Soviet dog mine in training
Image via Soviet-Empire
While bullets rang out and shrapnel flew on the battlefields of World War II, a new and ethically suspect tactic was deployed by the Russian Army in an attempt to hold the advancing Germans in check. Dogs strapped with explosives were sent out to disable and destroy enemy tanks – and later themselves in the process. The German Panzers were quick and powerful vehicles of war, and dynamic weapons were needed to stop them – so how did they fare against these canine kamikazes?
Soviet anti-tank dog allegedly ‘liberated’ by the Germans. Image via Panzerphotos
Also known as dog mines or dog bombs, anti-tank dogs were a new take on age-old thinking. Dogs have been employed in warfare since ancient times, and the Soviet Union had endorsed their use in the military for a range of less destructive tasks since 1924. It was not until 1930, however, that the idea of using dogs as mobile mines was developed, and with it explosive devices tailored to fit our four-legged friends. In 1935, the Red Army unveiled their first anti-tank dog division.
The dogs were trained to carry boxes or pouches filled with explosives and fastened onto their backs with a harness. They were initially instructed to seek out a static target, then upon reaching it to drop off their load by pulling a chord with their teeth prior to the bomb being detonated by a timer. However, the mutts could not master the task, and what's more frequently ran back to their handlers with the undelivered bomb - which in battle would have been ominously ticking down.
As a result of this setback, the idea was simplified. The dogs were trained to find any enemy tank, with the bombs detonated on contact with their target. Each hound was taught to dive under the tank so that a wooden lever protruding from their packs would be triggered, setting off the explosives and blowing the tank crew - and dog - to smithereens. The dogs were starved and food placed under the tanks, which conditioned them to home in on the weakly armoured mechanical underbelly.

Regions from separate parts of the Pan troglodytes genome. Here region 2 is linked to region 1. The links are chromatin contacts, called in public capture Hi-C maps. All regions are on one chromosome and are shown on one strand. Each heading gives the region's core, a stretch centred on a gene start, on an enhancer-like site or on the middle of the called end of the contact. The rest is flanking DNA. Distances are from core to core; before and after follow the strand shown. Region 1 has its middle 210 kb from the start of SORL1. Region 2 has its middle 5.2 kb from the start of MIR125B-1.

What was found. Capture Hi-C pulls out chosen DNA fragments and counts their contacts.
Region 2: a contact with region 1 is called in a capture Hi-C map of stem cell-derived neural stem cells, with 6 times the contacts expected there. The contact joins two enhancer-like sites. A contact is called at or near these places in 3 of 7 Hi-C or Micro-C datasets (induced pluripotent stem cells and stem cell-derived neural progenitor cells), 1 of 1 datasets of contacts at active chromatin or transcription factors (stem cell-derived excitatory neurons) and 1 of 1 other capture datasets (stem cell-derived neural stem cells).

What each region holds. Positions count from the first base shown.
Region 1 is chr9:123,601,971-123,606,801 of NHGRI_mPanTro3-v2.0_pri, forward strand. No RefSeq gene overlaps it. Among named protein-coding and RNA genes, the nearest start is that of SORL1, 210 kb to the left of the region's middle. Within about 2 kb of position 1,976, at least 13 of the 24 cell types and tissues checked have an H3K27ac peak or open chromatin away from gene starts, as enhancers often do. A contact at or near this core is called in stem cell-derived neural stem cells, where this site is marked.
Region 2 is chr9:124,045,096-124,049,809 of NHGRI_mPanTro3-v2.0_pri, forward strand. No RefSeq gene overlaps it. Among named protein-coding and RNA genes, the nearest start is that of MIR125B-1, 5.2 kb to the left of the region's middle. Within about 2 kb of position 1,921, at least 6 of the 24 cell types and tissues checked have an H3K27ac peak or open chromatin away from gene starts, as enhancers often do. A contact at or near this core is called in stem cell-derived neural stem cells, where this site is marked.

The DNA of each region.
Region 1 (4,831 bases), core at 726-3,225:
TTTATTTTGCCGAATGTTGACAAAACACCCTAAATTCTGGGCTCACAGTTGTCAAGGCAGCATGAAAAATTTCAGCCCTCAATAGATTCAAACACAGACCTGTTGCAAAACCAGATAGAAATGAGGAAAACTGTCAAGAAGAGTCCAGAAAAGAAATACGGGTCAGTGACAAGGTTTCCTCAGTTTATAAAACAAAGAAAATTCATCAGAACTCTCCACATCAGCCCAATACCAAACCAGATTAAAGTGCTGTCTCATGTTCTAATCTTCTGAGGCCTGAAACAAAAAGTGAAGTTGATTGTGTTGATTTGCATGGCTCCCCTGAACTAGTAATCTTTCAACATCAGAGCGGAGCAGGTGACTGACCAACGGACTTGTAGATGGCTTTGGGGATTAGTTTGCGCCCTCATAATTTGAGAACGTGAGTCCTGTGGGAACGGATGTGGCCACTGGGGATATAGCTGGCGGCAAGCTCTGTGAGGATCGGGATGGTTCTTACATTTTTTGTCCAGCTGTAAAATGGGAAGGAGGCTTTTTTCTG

As conflict escalated on the Eastern Front, so too did the use of dogs, and by the summer of 1941, 30 of the canine tank busters had arrived at the front line. How effective were these mostly Alsatian suicide bombers in battle? Not very. The dogs sooner sought out the familiar diesel-engine smell of the Soviet tanks than the petrol scent of their German counterparts; besides which they refused to dive under tanks that were now moving and were frightened off by the unknown noise of gunfire.
Persistent dogs that ran beside tanks waiting for them to stop were shot, while those that retreated back to the trenches often jumped in and detonated the charge, killing and injuring Soviet soldiers. These latter dogs had to be shot, making trainers unwilling to work with new ones. Out of the first group 30 dogs, only four managed to detonate their bombs near German tanks, while six exploded upon returning to the Soviet dugouts and three were shot and taken away by the Germans.
Partly through their capture, the German army soon learned of the Soviet hundminen and took measures against what they nonetheless saw as a desperately inefficient programme, with orders to shoot any dogs encountered on sight. The dog mines did have occasional successes - in the Battle of Kursk, for example, when 16 dogs disabled 12 German tanks that had broken through Soviet lines, and near Stalingrad airport, where 13 tanks were destroyed - but these were few and far between.
All told - and despite mendacious Russian propaganda to the contrary - the dangerous drawbacks of using the Panzerabwehrhunde outweighed their advantages, and instances of this cruel practice rapidly declined after 1942. It was, however, later to rear its head in other contexts - including among the Viet Minh fighting in Indo-China in the 1940s and unsuccessfully among Iraqi insurgents in 2005.